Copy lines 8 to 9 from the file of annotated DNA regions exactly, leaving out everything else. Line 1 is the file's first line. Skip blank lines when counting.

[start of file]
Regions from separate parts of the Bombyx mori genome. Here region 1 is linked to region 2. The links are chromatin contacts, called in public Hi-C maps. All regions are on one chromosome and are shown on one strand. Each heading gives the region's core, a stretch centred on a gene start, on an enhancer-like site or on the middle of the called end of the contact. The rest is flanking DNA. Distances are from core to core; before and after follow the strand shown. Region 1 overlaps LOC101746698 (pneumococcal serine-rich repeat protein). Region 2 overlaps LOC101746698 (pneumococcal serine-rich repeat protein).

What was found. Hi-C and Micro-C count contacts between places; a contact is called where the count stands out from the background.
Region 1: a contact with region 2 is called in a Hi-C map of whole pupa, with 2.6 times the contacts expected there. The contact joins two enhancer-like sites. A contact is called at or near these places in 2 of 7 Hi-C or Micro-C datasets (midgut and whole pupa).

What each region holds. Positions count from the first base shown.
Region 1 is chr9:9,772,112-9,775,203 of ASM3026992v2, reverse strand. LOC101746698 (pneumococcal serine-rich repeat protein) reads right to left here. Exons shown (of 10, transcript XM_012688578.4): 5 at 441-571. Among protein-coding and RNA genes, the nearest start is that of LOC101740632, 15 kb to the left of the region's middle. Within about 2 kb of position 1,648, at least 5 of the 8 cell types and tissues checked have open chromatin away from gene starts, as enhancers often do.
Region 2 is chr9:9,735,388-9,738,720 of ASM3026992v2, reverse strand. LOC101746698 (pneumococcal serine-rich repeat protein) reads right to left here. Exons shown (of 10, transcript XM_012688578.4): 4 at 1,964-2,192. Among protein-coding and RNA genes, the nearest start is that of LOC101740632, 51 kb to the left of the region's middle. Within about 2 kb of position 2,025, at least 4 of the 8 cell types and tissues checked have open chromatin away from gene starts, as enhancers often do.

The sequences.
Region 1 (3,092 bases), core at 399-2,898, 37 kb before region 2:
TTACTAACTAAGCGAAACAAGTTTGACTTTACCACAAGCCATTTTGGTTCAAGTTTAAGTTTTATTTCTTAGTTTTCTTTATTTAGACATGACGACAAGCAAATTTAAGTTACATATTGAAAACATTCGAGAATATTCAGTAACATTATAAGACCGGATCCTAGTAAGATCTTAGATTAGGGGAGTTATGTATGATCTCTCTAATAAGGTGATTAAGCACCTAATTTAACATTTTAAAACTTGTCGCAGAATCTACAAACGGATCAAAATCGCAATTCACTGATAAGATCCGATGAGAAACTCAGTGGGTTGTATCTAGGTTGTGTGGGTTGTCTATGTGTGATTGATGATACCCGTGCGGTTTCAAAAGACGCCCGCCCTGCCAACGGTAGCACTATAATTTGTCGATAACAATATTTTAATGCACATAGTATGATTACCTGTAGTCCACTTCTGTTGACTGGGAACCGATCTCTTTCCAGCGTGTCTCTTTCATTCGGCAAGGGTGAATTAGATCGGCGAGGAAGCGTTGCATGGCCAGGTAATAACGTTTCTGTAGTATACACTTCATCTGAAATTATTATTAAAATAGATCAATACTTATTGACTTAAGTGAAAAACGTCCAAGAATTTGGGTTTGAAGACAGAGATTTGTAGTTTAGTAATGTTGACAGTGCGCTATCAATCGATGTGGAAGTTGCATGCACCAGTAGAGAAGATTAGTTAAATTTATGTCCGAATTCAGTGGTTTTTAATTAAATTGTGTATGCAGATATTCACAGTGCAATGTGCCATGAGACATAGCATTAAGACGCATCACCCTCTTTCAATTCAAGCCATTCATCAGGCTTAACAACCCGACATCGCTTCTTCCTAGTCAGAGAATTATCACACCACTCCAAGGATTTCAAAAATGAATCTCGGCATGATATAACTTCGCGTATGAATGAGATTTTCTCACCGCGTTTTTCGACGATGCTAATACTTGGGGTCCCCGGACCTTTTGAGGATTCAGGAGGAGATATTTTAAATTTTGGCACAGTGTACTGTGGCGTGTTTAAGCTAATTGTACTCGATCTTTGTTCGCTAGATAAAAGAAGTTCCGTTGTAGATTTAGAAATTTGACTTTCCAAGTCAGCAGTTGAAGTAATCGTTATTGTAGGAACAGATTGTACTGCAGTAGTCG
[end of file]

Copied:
Region 1 (3,092 bases), core at 399-2,898, 37 kb before region 2:
TTACTAACTAAGCGAAACAAGTTTGACTTTACCACAAGCCATTTTGGTTCAAGTTTAAGTTTTATTTCTTAGTTTTCTTTATTTAGACATGACGACAAGCAAATTTAAGTTACATATTGAAAACATTCGAGAATATTCAGTAACATTATAAGACCGGATCCTAGTAAGATCTTAGATTAGGGGAGTTATGTATGATCTCTCTAATAAGGTGATTAAGCACCTAATTTAACATTTTAAAACTTGTCGCAGAATCTACAAACGGATCAAAATCGCAATTCACTGATAAGATCCGATGAGAAACTCAGTGGGTTGTATCTAGGTTGTGTGGGTTGTCTATGTGTGATTGATGATACCCGTGCGGTTTCAAAAGACGCCCGCCCTGCCAACGGTAGCACTATAATTTGTCGATAACAATATTTTAATGCACATAGTATGATTACCTGTAGTCCACTTCTGTTGACTGGGAACCGATCTCTTTCCAGCGTGTCTCTTTCATTCGGCAAGGGTGAATTAGATCGGCGAGGAAGCGTTGCATGGCCAGGTAATAACGTTTCTGTAGTATACACTTCATCTGAAATTATTATTAAAATAGATCAATACTTATTGACTTAAGTGAAAAACGTCCAAGAATTTGGGTTTGAAGACAGAGATTTGTAGTTTAGTAATGTTGACAGTGCGCTATCAATCGATGTGGAAGTTGCATGCACCAGTAGAGAAGATTAGTTAAATTTATGTCCGAATTCAGTGGTTTTTAATTAAATTGTGTATGCAGATATTCACAGTGCAATGTGCCATGAGACATAGCATTAAGACGCATCACCCTCTTTCAATTCAAGCCATTCATCAGGCTTAACAACCCGACATCGCTTCTTCCTAGTCAGAGAATTATCACACCACTCCAAGGATTTCAAAAATGAATCTCGGCATGATATAACTTCGCGTATGAATGAGATTTTCTCACCGCGTTTTTCGACGATGCTAATACTTGGGGTCCCCGGACCTTTTGAGGATTCAGGAGGAGATATTTTAAATTTTGGCACAGTGTACTGTGGCGTGTTTAAGCTAATTGTACTCGATCTTTGTTCGCTAGATAAAAGAAGTTCCGTTGTAGATTTAGAAATTTGACTTTCCAAGTCAGCAGTTGAAGTAATCGTTATTGTAGGAACAGATTGTACTGCAGTAGTCG